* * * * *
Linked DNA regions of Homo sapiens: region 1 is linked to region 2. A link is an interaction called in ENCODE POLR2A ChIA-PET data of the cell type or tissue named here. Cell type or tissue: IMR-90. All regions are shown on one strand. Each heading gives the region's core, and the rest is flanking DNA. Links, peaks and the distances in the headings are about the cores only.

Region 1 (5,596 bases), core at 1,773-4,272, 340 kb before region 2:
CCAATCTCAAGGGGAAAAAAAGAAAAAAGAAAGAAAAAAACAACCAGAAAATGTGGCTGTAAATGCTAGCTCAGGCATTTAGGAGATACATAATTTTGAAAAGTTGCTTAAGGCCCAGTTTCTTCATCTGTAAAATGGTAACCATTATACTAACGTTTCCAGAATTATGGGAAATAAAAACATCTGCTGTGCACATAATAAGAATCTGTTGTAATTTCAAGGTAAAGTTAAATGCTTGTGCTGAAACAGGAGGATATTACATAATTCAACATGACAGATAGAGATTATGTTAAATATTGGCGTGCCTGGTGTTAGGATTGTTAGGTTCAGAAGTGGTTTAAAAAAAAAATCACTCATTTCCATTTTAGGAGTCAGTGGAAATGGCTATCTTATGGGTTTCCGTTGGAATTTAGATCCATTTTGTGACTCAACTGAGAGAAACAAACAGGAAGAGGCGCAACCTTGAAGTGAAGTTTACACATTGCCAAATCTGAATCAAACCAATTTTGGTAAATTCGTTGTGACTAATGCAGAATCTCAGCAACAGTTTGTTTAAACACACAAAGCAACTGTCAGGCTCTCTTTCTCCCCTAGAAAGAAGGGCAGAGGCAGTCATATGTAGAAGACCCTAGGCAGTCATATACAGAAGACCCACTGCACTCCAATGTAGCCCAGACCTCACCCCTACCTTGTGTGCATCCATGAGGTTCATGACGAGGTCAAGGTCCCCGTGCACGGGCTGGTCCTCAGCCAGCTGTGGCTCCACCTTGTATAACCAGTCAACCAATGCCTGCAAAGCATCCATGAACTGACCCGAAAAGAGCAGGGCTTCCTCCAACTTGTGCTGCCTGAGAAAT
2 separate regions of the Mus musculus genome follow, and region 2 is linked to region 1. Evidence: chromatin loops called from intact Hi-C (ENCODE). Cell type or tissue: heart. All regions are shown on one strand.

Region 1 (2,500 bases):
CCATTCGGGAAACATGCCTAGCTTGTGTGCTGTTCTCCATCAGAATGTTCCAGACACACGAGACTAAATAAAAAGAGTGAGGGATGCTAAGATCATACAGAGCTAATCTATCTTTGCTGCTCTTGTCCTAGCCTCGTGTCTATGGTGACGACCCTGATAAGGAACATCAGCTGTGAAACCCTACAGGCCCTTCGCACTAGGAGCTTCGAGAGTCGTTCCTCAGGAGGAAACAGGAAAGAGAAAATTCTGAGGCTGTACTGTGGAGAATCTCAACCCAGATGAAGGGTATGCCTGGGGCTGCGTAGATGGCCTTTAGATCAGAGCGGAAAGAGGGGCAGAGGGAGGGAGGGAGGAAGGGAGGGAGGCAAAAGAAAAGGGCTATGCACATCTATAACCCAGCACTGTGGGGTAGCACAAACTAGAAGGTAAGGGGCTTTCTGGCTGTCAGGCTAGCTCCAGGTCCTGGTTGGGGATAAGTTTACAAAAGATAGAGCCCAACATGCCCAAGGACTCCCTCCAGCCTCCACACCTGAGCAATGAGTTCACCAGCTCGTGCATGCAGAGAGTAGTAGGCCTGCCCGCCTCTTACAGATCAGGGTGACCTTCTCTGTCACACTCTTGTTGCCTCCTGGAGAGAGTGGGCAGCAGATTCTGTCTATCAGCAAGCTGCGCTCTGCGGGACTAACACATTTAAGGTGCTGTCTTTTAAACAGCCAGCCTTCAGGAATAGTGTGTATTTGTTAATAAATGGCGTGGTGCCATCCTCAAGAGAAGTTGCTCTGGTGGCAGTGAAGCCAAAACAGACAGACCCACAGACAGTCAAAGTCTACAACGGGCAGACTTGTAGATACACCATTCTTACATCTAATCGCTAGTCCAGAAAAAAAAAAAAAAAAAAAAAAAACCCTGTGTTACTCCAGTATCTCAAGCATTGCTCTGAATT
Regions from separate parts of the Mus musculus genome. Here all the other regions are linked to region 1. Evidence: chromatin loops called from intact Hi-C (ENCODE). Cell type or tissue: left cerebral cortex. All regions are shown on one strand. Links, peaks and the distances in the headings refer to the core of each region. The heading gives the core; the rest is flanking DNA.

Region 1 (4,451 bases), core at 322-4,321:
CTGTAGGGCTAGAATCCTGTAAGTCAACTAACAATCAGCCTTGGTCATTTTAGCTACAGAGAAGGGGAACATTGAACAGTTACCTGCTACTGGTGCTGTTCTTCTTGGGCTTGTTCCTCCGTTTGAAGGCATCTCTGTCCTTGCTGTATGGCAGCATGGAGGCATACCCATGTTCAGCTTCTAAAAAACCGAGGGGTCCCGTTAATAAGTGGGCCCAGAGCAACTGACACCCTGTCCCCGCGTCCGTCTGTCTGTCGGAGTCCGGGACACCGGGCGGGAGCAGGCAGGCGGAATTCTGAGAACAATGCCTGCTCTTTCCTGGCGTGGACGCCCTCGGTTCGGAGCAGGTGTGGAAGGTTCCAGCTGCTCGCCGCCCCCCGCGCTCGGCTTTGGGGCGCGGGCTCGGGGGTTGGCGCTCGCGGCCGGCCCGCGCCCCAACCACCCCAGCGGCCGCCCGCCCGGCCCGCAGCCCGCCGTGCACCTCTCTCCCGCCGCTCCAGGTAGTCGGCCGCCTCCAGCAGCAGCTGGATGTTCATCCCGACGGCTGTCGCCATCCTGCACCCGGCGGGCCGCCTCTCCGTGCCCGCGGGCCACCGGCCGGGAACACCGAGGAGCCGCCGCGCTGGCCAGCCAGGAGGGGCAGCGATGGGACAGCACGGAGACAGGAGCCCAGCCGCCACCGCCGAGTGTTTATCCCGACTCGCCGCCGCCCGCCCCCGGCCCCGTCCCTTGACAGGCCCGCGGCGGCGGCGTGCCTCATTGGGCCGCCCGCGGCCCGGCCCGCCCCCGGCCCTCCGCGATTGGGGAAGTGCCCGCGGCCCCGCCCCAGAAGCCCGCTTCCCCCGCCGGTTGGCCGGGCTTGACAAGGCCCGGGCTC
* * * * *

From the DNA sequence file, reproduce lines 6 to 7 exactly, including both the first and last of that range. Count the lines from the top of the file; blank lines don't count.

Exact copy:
CCATTCGGGAAACATGCCTAGCTTGTGTGCTGTTCTCCATCAGAATGTTCCAGACACACGAGACTAAATAAAAAGAGTGAGGGATGCTAAGATCATACAGAGCTAATCTATCTTTGCTGCTCTTGTCCTAGCCTCGTGTCTATGGTGACGACCCTGATAAGGAACATCAGCTGTGAAACCCTACAGGCCCTTCGCACTAGGAGCTTCGAGAGTCGTTCCTCAGGAGGAAACAGGAAAGAGAAAATTCTGAGGCTGTACTGTGGAGAATCTCAACCCAGATGAAGGGTATGCCTGGGGCTGCGTAGATGGCCTTTAGATCAGAGCGGAAAGAGGGGCAGAGGGAGGGAGGGAGGAAGGGAGGGAGGCAAAAGAAAAGGGCTATGCACATCTATAACCCAGCACTGTGGGGTAGCACAAACTAGAAGGTAAGGGGCTTTCTGGCTGTCAGGCTAGCTCCAGGTCCTGGTTGGGGATAAGTTTACAAAAGATAGAGCCCAACATGCCCAAGGACTCCCTCCAGCCTCCACACCTGAGCAATGAGTTCACCAGCTCGTGCATGCAGAGAGTAGTAGGCCTGCCCGCCTCTTACAGATCAGGGTGACCTTCTCTGTCACACTCTTGTTGCCTCCTGGAGAGAGTGGGCAGCAGATTCTGTCTATCAGCAAGCTGCGCTCTGCGGGACTAACACATTTAAGGTGCTGTCTTTTAAACAGCCAGCCTTCAGGAATAGTGTGTATTTGTTAATAAATGGCGTGGTGCCATCCTCAAGAGAAGTTGCTCTGGTGGCAGTGAAGCCAAAACAGACAGACCCACAGACAGTCAAAGTCTACAACGGGCAGACTTGTAGATACACCATTCTTACATCTAATCGCTAGTCCAGAAAAAAAAAAAAAAAAAAAAAAAACCCTGTGTTACTCCAGTATCTCAAGCATTGCTCTGAATT
Regions from separate parts of the Mus musculus genome. Here all the other regions are linked to region 1. Evidence: chromatin loops called from intact Hi-C (ENCODE). Cell type or tissue: left cerebral cortex. All regions are shown on one strand. Links, peaks and the distances in the headings refer to the core of each region. The heading gives the core; the rest is flanking DNA.